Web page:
A demographic profile of new traumatic spinal cord injuries: Change and stability over 30 years

Short Title:
A demographic profile of new traumatic spinal cord injuries: Change and stability over 30 years
Model System:
SCI
Reference Type:
Journal Article
Accession No.:
J46765
Journal:
Archives of Physical Medicine and Rehabilitation
Year, Volume, Issue, Page(s):
2004, vol. 85, issue 11, pp 1740-1748.
Publication Website:
Abstract:
Article presents an analysis of demographic and spinal cord injury (SCI) trends derived from data on newly injured individuals admitted to the Model Spinal Cord Injury Systems between 1973 and 2003. The database included records for 30,532 people who met the eligibility criteria at the time of the study. Variables included age, gender, race and ethnic group, year of injury, and level and extent of injury. Etiology of injury was categorized into 5 groups: motor vehicle collision, violence, falls, sports, and other. Demographic and injury severity trends were analyzed by decade of injury: 1973-1979, 1980-1989, 1990-1999, and 2000-2003. Over the study period, motor vehicle collision has been the most common cause of SCI, followed by falls, violence, sports, and other etiologies. Significantly increasing percentages of new injuries were seen for SCI due to automobile, motorcycle, bicycle, and all-terrain vehicle crashes; blunt object attacks; snow skiing; and medical and surgical mishaps.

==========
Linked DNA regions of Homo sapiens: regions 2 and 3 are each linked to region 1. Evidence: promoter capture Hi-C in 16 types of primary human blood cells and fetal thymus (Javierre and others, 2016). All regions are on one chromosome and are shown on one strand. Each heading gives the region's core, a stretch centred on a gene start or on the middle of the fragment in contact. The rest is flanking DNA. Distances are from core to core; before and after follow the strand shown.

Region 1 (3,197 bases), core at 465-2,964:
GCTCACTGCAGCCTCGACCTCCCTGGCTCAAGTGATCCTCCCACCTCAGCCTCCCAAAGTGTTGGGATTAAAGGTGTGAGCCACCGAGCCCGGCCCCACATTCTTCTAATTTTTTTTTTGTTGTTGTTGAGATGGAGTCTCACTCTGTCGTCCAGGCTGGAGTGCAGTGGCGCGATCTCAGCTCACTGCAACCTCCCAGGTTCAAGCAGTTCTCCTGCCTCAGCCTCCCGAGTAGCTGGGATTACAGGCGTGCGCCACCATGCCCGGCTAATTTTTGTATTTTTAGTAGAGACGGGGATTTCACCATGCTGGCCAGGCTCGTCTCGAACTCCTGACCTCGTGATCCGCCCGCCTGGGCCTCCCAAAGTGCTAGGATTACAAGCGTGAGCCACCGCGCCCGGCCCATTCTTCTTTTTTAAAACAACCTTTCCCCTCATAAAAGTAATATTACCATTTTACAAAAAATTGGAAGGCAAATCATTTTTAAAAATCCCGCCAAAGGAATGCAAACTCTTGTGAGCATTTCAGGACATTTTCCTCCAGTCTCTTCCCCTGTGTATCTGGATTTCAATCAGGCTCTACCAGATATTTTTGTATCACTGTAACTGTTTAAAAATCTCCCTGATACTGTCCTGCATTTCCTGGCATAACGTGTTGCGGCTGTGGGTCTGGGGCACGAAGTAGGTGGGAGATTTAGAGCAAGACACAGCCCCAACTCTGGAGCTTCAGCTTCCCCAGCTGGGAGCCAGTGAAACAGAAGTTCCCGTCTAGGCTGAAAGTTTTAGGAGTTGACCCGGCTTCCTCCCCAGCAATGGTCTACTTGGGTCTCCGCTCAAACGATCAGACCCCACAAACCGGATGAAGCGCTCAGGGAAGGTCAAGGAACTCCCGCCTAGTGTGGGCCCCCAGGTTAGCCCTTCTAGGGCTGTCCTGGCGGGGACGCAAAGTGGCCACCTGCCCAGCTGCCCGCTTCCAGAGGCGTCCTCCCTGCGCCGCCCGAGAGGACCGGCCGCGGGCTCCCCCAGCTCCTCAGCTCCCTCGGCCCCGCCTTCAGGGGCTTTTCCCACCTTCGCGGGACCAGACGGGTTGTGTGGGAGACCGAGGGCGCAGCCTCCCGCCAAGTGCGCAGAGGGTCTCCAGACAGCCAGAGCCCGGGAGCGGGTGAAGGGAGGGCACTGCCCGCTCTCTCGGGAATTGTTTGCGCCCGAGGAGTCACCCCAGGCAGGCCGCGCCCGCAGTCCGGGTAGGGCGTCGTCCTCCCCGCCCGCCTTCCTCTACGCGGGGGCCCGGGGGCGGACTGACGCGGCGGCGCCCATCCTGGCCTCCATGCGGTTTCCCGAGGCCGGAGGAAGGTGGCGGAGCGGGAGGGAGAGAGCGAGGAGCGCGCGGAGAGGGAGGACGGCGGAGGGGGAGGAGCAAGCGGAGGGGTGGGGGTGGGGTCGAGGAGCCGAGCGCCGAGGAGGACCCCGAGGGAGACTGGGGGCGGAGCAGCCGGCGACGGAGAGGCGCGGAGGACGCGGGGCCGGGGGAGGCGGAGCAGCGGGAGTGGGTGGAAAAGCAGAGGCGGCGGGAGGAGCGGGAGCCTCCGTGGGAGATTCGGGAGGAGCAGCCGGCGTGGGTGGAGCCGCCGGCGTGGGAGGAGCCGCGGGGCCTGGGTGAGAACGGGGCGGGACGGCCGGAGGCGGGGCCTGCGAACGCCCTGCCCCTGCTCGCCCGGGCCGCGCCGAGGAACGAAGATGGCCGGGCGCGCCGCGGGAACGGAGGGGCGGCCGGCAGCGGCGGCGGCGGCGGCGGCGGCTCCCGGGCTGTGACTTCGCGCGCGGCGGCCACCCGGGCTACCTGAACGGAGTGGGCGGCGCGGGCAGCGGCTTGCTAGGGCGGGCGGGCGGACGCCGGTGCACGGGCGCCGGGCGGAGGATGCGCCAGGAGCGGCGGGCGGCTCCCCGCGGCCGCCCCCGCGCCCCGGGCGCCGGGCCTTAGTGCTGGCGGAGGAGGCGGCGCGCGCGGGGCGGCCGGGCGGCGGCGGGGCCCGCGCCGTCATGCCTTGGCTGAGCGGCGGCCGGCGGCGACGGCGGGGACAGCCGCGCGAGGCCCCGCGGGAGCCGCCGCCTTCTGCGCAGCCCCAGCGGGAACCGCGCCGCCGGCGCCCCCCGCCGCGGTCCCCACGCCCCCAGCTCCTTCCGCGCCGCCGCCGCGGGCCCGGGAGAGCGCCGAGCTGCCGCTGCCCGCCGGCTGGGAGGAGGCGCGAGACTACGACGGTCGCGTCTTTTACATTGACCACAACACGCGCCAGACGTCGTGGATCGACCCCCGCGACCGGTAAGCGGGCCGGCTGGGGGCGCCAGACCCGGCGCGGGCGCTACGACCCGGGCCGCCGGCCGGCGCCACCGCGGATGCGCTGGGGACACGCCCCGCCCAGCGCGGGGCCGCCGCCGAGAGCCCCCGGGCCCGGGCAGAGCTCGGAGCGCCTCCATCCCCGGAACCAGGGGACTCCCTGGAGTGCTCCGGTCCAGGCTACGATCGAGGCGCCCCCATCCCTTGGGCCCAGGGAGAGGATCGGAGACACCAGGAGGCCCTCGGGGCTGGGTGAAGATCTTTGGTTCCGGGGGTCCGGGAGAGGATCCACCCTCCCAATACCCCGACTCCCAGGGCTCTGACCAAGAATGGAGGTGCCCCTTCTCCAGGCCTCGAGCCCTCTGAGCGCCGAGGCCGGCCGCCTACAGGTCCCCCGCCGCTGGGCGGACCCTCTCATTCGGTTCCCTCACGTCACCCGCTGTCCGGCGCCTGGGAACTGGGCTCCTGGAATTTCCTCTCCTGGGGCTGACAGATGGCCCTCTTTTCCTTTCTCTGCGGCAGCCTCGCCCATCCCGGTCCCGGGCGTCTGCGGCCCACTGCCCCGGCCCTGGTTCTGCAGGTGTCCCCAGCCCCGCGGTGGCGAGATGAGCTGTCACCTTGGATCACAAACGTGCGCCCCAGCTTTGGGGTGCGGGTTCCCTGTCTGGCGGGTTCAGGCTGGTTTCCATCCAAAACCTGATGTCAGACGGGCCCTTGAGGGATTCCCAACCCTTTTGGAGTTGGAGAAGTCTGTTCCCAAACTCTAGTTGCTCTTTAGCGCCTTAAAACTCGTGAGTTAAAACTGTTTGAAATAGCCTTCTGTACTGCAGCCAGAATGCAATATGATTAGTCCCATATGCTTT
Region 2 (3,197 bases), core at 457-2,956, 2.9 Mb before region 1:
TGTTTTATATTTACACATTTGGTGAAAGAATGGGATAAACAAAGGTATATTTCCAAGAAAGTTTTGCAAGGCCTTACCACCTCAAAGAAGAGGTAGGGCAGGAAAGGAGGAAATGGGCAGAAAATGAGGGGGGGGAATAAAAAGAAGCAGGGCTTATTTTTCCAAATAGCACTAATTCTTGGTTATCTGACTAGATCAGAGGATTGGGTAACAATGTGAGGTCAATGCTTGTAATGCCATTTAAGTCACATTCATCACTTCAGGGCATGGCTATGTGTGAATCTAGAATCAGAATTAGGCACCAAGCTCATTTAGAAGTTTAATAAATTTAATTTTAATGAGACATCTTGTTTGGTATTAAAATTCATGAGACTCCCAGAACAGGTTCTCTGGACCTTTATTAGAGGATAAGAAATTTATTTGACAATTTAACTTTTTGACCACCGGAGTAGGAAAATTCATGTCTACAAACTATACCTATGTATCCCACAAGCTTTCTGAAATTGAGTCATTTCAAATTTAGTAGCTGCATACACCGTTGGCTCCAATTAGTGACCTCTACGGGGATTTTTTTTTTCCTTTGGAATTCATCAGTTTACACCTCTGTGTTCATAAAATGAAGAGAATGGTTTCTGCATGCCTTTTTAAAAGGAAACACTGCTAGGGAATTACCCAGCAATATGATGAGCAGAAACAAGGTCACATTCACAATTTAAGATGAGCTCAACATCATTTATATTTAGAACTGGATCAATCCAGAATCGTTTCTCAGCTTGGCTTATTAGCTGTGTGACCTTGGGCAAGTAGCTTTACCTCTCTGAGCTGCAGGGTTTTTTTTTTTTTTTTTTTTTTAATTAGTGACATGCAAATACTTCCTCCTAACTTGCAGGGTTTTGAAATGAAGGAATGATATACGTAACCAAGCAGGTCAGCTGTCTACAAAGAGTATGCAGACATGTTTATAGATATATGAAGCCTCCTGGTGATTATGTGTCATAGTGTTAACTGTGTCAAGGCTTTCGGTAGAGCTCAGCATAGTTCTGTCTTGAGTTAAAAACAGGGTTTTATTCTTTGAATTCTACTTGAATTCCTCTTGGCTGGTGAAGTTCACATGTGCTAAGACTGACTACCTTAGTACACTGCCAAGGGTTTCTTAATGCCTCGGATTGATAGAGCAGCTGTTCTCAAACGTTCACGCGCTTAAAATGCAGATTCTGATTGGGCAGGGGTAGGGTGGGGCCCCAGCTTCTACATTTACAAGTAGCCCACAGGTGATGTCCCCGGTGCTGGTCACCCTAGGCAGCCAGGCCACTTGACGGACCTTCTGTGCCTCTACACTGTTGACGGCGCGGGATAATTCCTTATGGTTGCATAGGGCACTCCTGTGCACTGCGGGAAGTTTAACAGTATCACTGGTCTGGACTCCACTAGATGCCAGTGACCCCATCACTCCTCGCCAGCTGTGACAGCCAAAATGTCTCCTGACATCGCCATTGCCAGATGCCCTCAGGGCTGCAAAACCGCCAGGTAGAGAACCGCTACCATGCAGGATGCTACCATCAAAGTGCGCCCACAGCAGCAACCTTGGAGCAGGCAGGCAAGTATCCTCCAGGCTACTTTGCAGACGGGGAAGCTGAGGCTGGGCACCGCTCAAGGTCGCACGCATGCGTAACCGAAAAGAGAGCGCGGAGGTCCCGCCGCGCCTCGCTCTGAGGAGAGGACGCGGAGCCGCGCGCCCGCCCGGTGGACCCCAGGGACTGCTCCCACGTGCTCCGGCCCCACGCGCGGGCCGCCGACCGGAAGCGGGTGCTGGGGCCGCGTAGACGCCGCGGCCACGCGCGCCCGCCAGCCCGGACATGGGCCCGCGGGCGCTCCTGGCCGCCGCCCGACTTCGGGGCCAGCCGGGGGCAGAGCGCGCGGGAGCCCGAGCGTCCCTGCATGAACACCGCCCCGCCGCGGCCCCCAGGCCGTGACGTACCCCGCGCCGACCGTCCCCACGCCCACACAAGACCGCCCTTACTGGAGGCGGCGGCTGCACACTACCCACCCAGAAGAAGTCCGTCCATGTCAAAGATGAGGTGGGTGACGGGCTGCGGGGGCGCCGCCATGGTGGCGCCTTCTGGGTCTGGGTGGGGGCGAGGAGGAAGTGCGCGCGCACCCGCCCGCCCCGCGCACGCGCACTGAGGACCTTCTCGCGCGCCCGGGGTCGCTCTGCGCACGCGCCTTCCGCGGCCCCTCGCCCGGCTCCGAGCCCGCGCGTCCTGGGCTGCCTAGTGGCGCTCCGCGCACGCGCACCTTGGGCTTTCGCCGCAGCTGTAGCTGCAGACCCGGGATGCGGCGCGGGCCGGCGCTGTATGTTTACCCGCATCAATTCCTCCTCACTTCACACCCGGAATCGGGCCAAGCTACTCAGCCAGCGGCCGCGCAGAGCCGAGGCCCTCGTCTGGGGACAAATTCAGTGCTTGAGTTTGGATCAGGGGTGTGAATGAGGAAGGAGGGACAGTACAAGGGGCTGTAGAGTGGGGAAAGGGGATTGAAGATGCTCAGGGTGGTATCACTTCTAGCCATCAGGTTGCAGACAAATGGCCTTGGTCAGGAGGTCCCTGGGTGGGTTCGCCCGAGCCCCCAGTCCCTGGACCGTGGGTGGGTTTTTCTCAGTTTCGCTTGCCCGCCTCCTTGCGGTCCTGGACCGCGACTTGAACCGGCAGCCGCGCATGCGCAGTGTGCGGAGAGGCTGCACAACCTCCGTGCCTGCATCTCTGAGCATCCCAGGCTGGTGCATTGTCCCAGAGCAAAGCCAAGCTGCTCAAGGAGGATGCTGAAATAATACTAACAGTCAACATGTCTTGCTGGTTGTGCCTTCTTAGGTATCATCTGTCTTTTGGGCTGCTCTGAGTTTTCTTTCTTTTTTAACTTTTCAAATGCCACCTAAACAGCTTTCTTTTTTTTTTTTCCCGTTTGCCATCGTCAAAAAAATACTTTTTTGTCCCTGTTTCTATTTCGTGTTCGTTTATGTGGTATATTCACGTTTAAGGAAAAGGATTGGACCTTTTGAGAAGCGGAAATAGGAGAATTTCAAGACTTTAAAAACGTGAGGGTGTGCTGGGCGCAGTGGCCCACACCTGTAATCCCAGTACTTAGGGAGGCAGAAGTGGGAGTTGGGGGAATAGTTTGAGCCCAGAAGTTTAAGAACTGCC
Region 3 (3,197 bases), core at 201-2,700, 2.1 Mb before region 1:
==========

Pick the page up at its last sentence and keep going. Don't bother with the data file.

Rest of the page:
Author(s):
Jackson, Amie B.; Dijkers, Marcel; DeVivo, Michael J.; Poczatek, Robert B.
Author Address(es):

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